In recent years, the number of newly diagnosed ADHD cases has increased dramatically. Along with the rise in cases, awareness of the disorder has also increased. However, few large-scale studies have been conducted to examine the link between ADHD and dementia.
One large observational study at the Karolinska Institutet in Sweden found a link between ADHD and dementia across generations. The study showed that parents and grandparents of individuals diagnosed with ADHD had a higher risk of developing dementia than their counterparts with children and grandchildren without ADHD.
The study examined over 2 million individuals born in Sweden between 1980 and 2001, of whom around 3.2% were diagnosed with ADHD. The researchers utilized national registries to link these individuals to over 5 million biological relatives, including parents, grandparents, aunts, and uncles. They then investigated the extent to which these relatives developed dementia.
Ultimately, it was found that parents of individuals with ADHD had a 34% higher risk of developing dementia than parents of individuals without ADHD. Moreover, the researchers found that grandparents of individuals with ADHD had a 10% increased risk of developing dementia than grandparents of individuals who were not diagnosed with ADHD.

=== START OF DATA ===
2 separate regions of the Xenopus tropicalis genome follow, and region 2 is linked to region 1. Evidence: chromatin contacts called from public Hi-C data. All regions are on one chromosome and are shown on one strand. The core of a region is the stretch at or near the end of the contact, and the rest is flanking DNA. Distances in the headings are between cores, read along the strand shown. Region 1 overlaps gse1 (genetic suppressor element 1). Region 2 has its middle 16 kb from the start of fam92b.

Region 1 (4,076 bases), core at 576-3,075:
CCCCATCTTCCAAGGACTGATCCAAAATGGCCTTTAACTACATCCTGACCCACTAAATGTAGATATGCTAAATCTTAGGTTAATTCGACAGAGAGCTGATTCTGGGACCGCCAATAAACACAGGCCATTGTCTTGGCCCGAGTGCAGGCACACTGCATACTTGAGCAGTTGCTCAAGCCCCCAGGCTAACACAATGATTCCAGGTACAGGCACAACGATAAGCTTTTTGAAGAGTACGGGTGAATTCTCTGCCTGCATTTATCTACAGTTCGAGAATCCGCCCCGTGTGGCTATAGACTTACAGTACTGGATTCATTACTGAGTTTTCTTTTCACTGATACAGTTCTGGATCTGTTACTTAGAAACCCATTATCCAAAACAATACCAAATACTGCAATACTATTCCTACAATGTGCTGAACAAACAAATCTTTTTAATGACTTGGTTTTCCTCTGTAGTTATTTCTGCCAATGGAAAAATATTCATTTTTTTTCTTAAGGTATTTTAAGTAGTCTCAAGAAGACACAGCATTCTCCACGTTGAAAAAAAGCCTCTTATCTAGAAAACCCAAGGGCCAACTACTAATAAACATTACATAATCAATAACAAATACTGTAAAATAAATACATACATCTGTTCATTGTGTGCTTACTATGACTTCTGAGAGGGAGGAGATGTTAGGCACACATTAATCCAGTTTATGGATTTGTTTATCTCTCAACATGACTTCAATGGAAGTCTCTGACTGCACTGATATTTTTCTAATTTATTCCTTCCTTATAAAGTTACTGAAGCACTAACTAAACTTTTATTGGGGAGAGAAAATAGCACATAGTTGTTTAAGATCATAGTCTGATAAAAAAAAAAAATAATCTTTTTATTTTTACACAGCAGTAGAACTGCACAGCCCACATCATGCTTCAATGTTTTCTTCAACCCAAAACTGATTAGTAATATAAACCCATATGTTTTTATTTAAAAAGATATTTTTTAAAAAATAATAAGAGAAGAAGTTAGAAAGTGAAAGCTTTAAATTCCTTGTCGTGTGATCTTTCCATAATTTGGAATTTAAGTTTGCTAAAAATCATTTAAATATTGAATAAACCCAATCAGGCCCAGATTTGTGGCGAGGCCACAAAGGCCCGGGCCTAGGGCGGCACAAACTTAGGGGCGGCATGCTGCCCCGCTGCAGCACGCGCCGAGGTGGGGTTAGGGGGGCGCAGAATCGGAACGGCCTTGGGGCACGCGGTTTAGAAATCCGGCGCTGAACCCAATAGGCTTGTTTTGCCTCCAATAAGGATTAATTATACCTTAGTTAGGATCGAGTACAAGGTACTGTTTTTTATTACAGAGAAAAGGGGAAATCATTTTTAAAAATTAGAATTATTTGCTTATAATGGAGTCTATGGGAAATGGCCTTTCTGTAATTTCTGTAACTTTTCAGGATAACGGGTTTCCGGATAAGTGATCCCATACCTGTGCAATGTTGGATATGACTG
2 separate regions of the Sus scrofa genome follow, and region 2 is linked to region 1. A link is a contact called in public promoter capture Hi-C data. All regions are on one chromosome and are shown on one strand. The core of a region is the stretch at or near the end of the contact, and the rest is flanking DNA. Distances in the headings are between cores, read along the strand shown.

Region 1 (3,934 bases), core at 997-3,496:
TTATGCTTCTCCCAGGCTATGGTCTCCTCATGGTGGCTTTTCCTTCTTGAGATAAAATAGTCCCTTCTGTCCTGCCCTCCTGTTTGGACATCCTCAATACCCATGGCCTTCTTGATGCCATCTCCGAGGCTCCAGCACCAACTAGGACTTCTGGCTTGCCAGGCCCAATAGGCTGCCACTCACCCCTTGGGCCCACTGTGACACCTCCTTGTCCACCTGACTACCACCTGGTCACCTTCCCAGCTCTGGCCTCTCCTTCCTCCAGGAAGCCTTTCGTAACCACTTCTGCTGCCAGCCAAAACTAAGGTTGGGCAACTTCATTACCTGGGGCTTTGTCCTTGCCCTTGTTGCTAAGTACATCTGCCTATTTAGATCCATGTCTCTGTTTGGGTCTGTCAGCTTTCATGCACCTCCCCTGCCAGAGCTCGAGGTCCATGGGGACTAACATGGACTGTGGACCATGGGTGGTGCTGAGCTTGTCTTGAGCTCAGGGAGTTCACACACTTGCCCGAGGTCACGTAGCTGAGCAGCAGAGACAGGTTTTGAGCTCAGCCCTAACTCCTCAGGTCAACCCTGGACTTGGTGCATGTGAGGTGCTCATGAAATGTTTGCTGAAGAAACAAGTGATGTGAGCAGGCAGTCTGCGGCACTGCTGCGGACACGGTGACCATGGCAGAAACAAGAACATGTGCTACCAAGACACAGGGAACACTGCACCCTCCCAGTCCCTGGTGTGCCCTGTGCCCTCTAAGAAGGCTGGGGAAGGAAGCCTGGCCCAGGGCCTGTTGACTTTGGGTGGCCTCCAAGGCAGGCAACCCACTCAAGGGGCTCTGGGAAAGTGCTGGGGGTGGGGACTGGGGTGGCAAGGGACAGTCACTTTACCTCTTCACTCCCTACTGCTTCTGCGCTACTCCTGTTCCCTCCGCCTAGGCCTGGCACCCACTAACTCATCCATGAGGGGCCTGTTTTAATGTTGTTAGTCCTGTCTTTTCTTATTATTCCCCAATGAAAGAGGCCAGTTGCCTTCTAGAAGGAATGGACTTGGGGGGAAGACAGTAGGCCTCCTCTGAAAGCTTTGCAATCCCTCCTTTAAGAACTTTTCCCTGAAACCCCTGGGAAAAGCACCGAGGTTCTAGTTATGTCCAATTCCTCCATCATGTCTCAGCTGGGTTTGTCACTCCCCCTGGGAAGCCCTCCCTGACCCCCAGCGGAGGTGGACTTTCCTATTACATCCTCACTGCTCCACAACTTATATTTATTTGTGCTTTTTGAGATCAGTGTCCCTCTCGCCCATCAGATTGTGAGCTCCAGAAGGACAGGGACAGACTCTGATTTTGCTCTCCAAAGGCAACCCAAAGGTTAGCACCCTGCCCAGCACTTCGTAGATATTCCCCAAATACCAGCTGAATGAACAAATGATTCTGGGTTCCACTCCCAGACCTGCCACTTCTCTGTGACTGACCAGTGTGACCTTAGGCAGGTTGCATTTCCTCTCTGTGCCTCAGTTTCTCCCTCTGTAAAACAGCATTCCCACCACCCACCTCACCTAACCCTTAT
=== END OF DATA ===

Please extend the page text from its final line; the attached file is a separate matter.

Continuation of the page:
Although this study could not determine a cause-and-effect relationship between ADHD and dementia, the researchers concluded that several potential explanations exist for the association between these conditions. The findings from this study suggest that there may be common genetic and environmental factors associated with both ADHD and dementia .
Source: Zhang, L., du Rietz, E., Kuja‐Halkola, R., Dobrosavljevic, M., Johnell, K., Pedersen, N. L., Larsson, H., & Chang, Z. (2021). Attention‐deficit/hyperactivity disorder and Alzheimer’s disease and any dementia: a multi‐generation cohort study in Sweden. Alzheimer’s & Dementia. https://doi.org/10.1002/alz.12462